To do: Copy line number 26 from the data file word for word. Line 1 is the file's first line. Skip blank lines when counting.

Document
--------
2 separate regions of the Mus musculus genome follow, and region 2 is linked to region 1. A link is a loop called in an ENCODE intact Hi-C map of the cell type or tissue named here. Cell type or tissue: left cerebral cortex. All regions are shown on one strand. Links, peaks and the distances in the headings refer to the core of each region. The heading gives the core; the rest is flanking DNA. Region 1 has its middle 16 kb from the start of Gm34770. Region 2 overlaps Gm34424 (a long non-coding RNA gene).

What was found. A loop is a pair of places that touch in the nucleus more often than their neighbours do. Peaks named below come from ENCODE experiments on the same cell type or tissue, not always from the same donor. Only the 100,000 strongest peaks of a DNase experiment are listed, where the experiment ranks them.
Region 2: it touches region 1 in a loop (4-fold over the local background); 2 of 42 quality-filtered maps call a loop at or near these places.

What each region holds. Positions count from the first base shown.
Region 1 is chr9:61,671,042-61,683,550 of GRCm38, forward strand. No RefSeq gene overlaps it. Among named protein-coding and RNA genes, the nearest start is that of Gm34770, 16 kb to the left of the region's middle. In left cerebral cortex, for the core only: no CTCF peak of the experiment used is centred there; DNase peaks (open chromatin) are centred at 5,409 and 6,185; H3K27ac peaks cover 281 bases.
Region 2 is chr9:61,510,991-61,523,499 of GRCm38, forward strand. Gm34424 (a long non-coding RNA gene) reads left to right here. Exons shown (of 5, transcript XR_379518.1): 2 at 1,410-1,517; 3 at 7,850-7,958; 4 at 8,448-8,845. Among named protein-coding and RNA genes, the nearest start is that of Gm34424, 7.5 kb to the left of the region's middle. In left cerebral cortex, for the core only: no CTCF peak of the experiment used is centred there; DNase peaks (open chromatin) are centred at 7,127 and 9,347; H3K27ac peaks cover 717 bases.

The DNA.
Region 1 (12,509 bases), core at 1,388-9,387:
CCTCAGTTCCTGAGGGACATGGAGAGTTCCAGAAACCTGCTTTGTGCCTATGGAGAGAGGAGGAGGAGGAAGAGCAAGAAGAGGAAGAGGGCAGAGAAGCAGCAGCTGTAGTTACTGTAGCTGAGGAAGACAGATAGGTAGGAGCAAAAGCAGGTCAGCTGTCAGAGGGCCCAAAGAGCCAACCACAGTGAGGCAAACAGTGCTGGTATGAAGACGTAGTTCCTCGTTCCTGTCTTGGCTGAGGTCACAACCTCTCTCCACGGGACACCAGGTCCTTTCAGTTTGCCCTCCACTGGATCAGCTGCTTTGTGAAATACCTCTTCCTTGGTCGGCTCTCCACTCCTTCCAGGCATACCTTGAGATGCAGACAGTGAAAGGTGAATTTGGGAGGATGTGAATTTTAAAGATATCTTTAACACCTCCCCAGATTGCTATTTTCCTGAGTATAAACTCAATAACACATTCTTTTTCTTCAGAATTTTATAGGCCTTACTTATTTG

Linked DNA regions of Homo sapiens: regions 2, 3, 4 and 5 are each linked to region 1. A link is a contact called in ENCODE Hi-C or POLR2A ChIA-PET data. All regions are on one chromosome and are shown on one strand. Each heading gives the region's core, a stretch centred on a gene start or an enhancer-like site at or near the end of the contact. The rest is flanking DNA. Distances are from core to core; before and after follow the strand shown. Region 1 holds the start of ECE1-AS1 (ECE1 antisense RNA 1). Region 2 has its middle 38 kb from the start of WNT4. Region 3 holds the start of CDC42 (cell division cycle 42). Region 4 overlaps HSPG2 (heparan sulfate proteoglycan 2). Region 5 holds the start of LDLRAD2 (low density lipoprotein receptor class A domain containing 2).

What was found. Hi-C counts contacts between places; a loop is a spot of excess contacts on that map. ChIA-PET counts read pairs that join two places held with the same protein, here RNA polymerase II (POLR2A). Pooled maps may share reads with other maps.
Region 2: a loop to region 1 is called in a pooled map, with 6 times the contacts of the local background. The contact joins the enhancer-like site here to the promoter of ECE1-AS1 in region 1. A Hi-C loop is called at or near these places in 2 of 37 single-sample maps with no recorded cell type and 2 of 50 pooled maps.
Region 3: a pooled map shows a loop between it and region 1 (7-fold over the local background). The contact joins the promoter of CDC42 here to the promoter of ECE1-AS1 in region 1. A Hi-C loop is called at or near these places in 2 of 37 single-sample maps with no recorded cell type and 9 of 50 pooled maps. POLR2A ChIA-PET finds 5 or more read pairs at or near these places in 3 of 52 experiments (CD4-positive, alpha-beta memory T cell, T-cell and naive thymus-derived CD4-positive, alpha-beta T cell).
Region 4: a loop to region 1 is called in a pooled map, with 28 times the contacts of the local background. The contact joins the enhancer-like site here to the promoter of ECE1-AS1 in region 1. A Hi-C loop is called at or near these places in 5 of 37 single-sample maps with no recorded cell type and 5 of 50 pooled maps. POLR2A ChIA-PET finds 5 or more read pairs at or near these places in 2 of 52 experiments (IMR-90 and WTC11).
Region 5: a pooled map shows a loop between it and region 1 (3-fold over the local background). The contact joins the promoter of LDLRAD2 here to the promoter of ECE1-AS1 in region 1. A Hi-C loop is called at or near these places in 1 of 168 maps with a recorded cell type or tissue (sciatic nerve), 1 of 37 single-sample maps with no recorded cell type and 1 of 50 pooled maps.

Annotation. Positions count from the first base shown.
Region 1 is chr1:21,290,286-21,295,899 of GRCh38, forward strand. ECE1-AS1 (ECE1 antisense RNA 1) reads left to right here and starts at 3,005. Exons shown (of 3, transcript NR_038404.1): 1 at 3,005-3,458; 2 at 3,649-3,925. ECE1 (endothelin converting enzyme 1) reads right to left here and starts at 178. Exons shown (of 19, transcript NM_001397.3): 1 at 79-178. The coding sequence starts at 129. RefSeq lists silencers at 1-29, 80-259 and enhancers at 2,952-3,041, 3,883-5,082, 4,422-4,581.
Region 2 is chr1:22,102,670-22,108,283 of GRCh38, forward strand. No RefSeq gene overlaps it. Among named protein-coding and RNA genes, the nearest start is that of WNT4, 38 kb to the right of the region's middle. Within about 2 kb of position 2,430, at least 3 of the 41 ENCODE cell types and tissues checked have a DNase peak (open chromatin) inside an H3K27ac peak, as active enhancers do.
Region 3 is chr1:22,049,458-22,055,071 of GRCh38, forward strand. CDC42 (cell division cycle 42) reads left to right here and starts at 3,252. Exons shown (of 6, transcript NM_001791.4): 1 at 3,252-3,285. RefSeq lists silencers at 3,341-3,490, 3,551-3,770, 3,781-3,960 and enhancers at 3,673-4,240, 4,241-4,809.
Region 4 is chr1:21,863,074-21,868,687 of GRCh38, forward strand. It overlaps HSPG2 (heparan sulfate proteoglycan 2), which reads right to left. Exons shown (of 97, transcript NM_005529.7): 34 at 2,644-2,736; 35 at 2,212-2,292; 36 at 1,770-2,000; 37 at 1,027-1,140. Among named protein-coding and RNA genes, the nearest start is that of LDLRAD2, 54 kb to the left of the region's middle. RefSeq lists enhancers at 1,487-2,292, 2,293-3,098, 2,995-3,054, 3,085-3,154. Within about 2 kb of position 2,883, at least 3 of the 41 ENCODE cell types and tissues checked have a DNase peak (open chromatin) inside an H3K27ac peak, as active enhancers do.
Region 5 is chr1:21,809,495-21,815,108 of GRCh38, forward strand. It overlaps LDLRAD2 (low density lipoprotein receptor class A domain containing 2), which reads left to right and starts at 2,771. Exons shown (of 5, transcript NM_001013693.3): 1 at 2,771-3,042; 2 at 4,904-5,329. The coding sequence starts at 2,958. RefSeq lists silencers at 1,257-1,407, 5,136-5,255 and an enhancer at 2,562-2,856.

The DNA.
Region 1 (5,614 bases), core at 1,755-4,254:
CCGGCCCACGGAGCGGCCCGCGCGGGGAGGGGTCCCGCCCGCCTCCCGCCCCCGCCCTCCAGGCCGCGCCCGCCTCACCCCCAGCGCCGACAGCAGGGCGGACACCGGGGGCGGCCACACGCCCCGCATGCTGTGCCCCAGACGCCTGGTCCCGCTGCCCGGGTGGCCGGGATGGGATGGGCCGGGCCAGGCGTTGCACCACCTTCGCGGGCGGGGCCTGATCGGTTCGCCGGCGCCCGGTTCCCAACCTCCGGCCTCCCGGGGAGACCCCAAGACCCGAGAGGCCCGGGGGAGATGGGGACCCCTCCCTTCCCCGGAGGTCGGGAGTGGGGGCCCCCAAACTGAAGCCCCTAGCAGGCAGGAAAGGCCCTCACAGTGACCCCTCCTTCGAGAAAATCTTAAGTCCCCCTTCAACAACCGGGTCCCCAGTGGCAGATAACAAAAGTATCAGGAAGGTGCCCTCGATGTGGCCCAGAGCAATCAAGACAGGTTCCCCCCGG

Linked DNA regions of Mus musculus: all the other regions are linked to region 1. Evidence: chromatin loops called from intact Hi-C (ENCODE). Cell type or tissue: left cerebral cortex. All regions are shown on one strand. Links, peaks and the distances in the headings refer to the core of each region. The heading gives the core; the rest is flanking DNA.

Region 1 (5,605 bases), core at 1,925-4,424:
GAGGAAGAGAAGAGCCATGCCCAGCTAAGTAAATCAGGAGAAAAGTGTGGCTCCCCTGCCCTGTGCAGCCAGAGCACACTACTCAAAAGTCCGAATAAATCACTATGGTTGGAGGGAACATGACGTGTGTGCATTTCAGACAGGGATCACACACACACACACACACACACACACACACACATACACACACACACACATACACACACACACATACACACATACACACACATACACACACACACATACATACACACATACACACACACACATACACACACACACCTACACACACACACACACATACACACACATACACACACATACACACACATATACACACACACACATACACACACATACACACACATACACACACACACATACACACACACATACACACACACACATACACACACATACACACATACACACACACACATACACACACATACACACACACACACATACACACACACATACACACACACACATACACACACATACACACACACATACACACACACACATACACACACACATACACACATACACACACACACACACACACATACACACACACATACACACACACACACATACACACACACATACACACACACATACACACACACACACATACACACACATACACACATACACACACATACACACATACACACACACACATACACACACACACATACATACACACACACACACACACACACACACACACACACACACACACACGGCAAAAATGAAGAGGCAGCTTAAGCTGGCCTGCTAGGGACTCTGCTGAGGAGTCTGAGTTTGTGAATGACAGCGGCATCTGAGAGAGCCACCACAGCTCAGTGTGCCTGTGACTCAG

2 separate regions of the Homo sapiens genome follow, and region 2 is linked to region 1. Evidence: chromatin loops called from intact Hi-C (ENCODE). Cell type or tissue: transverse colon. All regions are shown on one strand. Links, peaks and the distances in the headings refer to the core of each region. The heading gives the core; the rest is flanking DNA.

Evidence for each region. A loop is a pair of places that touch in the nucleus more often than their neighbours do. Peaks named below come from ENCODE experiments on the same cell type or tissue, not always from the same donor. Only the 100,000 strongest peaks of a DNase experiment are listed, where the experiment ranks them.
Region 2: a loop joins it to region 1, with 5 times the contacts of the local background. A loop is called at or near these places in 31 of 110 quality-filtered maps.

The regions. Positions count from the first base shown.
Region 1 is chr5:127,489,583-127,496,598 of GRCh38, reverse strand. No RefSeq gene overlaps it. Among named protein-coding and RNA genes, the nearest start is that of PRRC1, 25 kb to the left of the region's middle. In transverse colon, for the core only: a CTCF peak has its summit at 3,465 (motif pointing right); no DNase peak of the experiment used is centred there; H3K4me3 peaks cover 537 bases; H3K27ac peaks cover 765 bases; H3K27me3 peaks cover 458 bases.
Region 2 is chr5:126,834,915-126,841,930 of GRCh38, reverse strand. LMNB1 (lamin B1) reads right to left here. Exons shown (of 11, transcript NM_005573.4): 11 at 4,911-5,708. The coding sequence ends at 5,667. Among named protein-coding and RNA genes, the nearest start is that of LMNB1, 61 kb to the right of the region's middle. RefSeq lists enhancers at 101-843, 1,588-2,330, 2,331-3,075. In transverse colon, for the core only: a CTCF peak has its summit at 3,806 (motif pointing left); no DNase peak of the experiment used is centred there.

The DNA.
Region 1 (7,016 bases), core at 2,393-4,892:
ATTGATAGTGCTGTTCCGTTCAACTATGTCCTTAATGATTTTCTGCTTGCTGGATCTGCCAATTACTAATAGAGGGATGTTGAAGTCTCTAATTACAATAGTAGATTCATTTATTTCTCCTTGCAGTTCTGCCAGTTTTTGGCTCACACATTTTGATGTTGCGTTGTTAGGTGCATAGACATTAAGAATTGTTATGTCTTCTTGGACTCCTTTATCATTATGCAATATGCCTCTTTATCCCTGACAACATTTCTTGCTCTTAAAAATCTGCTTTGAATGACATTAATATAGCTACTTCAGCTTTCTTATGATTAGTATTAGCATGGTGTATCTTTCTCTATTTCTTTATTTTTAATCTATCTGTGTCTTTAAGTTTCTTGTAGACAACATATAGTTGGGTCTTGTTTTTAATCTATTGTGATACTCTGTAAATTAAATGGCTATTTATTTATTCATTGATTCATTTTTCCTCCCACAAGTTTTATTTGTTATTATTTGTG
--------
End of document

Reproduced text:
Region 1 (5,605 bases), core at 1,925-4,424: